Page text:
The Metaparadigm of Nursing: Present Status and Future Refinements
Fut ure Refinement s
Jacqueline Fawcett, Ph.D.,
The central concepts and themes of t he discipline of nursing are identified and formalized as nursing’s metaparadigm. Examples illustrate the direction provided by the metaparadigm for theory development. Refinements of the metaparadigm through conceptual models and programs of nursing research are proposed.
he discipline of nursing will advance only through continuous and systematic development and testing of nursing knowledge. Several recent reviews of the status of nursing theory development indicate that nursing has n o established tradition of scholarship. Reviewers have pointed out that most work …show more content…
and optimum function of human beings, sick or well.
2. The patterning of human behavior in interaction with the environment in normal life events and critical life situations. 3. The process by which positive changes in health status are elfected.
(Donaldson& Crowley, 1978, p. 113; Gortner, 1980, p.
The four central concepts and three recurring themes identify the phenomena central to the discipline of nursing in an abstract, global manner. They represent the metaparadigm. As such, they have provided some direction for nursing theory development. As Newman (1983) explained:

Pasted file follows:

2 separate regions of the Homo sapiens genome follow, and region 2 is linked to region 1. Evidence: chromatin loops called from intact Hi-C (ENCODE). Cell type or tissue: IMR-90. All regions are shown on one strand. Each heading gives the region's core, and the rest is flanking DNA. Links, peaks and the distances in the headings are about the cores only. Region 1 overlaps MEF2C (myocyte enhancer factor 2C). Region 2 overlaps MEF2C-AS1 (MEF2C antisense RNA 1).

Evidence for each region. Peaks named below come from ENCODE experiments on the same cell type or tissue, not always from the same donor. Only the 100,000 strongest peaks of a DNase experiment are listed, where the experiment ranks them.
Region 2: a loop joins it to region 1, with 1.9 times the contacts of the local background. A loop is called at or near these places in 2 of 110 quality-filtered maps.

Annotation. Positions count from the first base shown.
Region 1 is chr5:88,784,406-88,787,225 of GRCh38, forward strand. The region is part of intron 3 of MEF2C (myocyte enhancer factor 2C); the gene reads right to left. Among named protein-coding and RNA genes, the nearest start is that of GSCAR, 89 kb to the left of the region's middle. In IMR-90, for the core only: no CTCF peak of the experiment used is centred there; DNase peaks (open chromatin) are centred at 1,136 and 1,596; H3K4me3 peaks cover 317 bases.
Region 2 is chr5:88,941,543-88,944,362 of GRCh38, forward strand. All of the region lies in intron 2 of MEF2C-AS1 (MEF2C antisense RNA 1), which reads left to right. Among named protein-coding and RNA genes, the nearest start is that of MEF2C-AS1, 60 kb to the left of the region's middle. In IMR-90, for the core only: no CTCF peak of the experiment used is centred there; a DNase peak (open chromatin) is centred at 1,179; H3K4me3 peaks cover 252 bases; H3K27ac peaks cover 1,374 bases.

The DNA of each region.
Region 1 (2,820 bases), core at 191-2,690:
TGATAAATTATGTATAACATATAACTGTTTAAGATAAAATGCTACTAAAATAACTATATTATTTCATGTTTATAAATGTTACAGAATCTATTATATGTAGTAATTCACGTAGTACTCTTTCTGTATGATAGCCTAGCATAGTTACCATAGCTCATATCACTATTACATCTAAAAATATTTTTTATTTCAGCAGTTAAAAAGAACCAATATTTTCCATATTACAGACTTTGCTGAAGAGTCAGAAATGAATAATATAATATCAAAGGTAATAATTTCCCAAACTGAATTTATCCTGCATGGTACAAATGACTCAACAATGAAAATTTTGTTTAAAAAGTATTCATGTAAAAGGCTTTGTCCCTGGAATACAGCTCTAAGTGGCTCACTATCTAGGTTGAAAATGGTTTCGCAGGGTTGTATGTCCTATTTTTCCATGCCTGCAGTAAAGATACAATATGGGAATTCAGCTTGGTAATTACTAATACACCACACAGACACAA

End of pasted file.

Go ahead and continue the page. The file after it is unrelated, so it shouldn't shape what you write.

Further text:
It i s within the context of these four major components and their interrelationships that theory development in nursing has proceeded. Theoretical differences relate to the emphasis placed on one or more of the components and to the way in which their relationships are viewed. (p. 388)
The relationship between the concepts “person” and “health” i s considered in the first theme. Theories addressing this theme describe, explain, or predict individuals‘ behavior during periods of wellness and illness. Newman’s (1979) theory of health i s one example. This theory includes the concepts of movement, time, space, and consciousness. Newman proposes that “the expansion of consciousness i s what life, and therefore health, i s a ll about” (p. 66).
Another example i s Orem’s (1980) theory of self-care, which maintains that “self-care and care of dependent